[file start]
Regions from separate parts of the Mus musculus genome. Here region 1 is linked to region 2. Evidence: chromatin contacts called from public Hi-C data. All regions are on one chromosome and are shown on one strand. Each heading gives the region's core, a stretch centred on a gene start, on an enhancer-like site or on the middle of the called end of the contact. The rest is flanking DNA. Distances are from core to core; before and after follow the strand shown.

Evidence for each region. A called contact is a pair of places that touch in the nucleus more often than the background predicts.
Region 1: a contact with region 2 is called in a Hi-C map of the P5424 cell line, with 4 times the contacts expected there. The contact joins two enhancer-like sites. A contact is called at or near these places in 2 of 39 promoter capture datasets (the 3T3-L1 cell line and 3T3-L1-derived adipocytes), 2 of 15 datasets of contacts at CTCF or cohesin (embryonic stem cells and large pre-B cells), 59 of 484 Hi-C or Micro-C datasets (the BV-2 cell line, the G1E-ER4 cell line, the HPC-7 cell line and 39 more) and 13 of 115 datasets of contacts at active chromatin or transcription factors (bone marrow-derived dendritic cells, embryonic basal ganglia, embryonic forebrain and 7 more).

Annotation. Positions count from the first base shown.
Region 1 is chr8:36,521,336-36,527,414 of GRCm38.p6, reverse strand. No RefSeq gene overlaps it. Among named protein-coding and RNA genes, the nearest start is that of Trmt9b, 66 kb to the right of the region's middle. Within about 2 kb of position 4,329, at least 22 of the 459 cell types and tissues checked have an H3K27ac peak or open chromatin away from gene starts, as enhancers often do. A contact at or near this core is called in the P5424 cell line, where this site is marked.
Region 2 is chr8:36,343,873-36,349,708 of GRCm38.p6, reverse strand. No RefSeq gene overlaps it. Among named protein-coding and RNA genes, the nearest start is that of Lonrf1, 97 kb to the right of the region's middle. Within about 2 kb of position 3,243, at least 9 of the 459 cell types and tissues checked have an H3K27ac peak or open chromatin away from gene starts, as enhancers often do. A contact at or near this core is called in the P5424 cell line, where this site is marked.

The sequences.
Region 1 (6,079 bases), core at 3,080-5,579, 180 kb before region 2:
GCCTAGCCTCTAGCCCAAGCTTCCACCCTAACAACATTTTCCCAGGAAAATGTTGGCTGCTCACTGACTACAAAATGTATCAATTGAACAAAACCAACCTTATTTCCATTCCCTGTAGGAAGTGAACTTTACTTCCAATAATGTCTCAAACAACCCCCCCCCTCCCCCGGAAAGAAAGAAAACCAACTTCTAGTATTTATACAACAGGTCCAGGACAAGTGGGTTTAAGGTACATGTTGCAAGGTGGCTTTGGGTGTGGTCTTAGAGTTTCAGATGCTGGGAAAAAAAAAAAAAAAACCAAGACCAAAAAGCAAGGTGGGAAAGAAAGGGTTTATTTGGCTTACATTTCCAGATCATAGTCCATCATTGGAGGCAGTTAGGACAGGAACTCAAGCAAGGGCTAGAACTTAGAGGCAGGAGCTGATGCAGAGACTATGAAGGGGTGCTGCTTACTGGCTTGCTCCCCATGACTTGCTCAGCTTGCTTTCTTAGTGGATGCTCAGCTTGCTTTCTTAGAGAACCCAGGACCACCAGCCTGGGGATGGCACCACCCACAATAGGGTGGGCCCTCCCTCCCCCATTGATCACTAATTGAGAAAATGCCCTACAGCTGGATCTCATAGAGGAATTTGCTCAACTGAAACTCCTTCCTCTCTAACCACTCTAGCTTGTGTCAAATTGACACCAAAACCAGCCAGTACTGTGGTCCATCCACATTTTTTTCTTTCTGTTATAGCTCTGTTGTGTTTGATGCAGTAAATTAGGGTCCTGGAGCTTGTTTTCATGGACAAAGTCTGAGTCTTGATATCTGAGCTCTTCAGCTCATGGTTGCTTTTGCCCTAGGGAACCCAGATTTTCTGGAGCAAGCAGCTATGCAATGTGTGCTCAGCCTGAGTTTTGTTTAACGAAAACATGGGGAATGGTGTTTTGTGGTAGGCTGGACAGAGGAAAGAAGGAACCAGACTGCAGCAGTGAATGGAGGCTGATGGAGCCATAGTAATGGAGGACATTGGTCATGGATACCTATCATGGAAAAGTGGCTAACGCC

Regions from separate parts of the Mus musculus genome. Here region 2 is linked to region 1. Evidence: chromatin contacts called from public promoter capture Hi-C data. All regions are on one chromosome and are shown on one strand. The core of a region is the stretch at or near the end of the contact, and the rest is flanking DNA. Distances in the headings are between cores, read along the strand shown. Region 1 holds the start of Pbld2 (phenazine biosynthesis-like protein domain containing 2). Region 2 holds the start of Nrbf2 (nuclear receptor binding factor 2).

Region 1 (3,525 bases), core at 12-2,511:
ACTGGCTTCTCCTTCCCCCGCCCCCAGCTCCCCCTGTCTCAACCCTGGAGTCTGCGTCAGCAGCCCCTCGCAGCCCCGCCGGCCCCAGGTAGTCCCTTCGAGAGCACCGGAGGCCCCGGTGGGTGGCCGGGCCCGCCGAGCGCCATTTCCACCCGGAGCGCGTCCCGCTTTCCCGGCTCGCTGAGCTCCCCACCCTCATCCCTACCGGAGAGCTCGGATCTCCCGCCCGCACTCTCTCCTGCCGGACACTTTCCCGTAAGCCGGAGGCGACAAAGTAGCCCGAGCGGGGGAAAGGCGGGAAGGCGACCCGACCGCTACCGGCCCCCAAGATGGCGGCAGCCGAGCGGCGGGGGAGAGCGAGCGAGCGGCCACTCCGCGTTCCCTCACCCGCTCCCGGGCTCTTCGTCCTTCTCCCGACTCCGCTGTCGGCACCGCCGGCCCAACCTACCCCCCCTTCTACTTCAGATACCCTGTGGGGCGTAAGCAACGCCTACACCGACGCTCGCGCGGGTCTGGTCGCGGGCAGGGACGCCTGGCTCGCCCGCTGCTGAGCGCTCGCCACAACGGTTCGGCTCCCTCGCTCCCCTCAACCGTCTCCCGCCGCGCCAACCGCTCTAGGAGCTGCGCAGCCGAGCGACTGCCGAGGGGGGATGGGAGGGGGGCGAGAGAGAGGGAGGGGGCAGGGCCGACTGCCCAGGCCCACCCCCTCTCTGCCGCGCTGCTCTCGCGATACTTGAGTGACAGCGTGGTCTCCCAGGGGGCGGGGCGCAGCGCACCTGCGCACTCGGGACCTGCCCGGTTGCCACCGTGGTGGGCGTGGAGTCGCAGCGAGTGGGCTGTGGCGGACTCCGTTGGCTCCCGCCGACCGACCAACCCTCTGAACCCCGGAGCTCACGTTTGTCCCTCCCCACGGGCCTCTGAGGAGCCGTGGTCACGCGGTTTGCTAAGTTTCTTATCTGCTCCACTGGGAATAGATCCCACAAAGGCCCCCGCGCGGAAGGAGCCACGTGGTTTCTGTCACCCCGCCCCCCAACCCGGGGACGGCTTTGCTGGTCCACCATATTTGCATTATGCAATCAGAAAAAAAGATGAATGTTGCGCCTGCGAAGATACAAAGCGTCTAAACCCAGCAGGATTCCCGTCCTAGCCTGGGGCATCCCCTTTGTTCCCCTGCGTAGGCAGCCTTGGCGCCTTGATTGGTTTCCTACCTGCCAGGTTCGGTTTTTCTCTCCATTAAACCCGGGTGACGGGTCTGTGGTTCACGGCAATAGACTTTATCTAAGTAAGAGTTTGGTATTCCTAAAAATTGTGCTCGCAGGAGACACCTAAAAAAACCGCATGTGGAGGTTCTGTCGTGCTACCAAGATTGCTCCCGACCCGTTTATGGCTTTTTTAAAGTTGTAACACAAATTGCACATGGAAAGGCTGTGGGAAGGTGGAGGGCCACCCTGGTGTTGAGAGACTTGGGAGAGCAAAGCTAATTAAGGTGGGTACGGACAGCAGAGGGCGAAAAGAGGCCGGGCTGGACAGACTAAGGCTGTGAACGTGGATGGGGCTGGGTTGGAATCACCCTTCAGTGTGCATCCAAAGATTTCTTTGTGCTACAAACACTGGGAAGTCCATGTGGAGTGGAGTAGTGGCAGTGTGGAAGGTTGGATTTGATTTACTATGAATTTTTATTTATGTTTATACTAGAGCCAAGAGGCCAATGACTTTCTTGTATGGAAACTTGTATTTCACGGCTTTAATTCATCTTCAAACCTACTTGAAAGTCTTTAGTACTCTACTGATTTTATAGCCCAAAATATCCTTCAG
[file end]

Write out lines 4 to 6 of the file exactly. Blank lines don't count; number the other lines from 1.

Annotation. Positions count from the first base shown.
Region 1 is chr8:36,521,336-36,527,414 of GRCm38.p6, reverse strand. No RefSeq gene overlaps it. Among named protein-coding and RNA genes, the nearest start is that of Trmt9b, 66 kb to the right of the region's middle. Within about 2 kb of position 4,329, at least 22 of the 459 cell types and tissues checked have an H3K27ac peak or open chromatin away from gene starts, as enhancers often do. A contact at or near this core is called in the P5424 cell line, where this site is marked.
Region 2 is chr8:36,343,873-36,349,708 of GRCm38.p6, reverse strand. No RefSeq gene overlaps it. Among named protein-coding and RNA genes, the nearest start is that of Lonrf1, 97 kb to the right of the region's middle. Within about 2 kb of position 3,243, at least 9 of the 459 cell types and tissues checked have an H3K27ac peak or open chromatin away from gene starts, as enhancers often do. A contact at or near this core is called in the P5424 cell line, where this site is marked.